When there’s personal investment, there’s more interest and action. Crowdsourcing and co-creating are familiar terms.

Own Your Reputation

While you’re ramping up your stories and the places where you share, you’re also opening up the floodgates to no shortage of opinions and judgment.

There is no taking back what you say, only accounting for what you’ve said.

The do-over doesn’t exist, and modern communicators realize this quickly.

Because perception is different for everyone and the reach of a social network is vast, your commitment and focus on brand reputation increases.

But, it’s not just the words you communicate, it’s your actions.

The good news is the bank of trust grows in the eyes of the public when you watch, listen, and respond to what people are saying and always do what’s in the best interest of all of the parties involved.

The most recognizable brands in the world face adverse situations and issues that quickly arise.

Not handling issues can have a large effect on how people feel and whether they remain your loyal customers.

Brands make missteps all the time. The damage is a direct reflection of how they handle themselves before, during, and after the issues occur.

Communicating with authenticity, accuracy, and honesty will keep your cup of good will, filled to the brim, with public confidence.

Modern Communicators Measure Success Professionally and Personally

Accountability and proving value has been the communicator’s challenge for years.

Modern communicators know that proving business value takes work, including detailed strategy and planning with precise goals and objectives.

The science part of your role is just as important as the art of your storytelling.

Accountability is hard work because you’re tracking and benchmarking your efforts while also collecting data sets from other areas of your company to bring pieces of the impact puzzle together.

As modern communicators, data literacy becomes essential.

Your job is to improve your communications by being tuned into media trends and your customer’s perceptions and behaviors.

An important part of your role is helping your business make better decisions.

From this point forward, get out of your department silo to collaborate with others and be more hands-on with data.

Data literacy goes beyond just accepting analysis and insights shared with you.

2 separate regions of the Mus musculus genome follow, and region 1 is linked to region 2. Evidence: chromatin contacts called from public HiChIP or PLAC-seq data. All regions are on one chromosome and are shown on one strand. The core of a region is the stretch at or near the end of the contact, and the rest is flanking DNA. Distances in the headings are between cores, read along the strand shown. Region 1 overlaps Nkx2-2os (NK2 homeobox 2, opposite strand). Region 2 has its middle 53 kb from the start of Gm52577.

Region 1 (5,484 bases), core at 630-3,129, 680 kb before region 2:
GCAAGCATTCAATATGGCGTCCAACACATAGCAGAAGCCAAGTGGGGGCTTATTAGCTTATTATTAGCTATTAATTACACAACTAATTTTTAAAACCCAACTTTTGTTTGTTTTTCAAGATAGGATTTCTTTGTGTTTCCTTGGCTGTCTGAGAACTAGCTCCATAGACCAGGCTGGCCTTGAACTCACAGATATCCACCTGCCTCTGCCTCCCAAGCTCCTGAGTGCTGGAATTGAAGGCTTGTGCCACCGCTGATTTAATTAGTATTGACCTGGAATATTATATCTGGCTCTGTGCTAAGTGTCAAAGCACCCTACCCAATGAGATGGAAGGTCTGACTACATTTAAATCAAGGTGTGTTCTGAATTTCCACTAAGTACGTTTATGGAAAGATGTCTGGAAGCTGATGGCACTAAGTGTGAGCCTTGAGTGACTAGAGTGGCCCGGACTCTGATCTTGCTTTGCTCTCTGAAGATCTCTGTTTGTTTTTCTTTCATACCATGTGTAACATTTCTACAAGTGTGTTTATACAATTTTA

Mentor and be a Forever Student 

People are communicating through online courses, forums, tweet chats, blogs, and the list continues.

Social media offers an opportunity to learn in many different communities, whether it is with your communications colleagues or professionals outside of your industry.

Every time you create a blog post, publish to LinkedIn, post a thoughtful comment in a Facebook group, or create a video on a hot topic, you are mentoring someone.

When you’re participating in a Twitter chat and answering questions for the community, the entire community is learning. You are helping your professional peers.

Remember, no one will remind you when to become a mentor and to start answering questions.

Modern communicators take on mentoring naturally as a part of their role.

In the Answers book, you will find answers to practical modern communication questions.

The information may even spark different answers and choices you would make. And then you’d want to share them with your network of colleagues and friends.

Whether it’s my answers or your own, be the modern communicator who continues to push the envelope and embrace the changes in front of you.

Most of all, pay the knowledge forward to help younger professionals become strong modern communicators in the future.

About Deirdre Breakenridge


Deirdre Breakenridge is CEO of Pure Performance Communications. She is an international speaker and trainer, podcaster, LinkedIn Learning instructor and an adjunct professor and online instructor at UMASS at Amherst and Rutgers University. Her most recent book, Answers for Modern Communicators, A Business Guide to Communication, will be published by Routledge in October 2017.

  • I cannot wait for this book to be out so I can see it in all its glory!

  • One thing I always respect about you is commitment to being a mentor and learner. That shines through in all the insight and growth you bring to our industry. I can’t wait to see all the lessons passed on in the book!

  • Definitely looking forward to the book! I constantly refer to myself as a lifelong learner/forever student, but I like that you stress the need to mentor… that there’s a lot to be learned by leading, teaching and ultimately providing insight into an increasingly cluttered content landscape.

    I also love “Practice Communication Essentials”. Having a list of guiding principles is important. Referring back to them when we communicate and engage is pivotal as well!

    great post!

  • Debbie Johnson

    “Mentor and be a forever student.” I am a lifelong learner. I went back to school for my master’s degree, and I make professional development a priority. I’m always looking for new ways to do things, so I appreciate this point.

    I am also grateful for the opportunity to be a mentor. I learn just as much from those I mentor as they do from me. But it’s also important to have mentors, and I find that those I’ve met through the PR Dream Team and this blog are filling that role for me, even if they don’t know it.

    I can’t wait to read your book.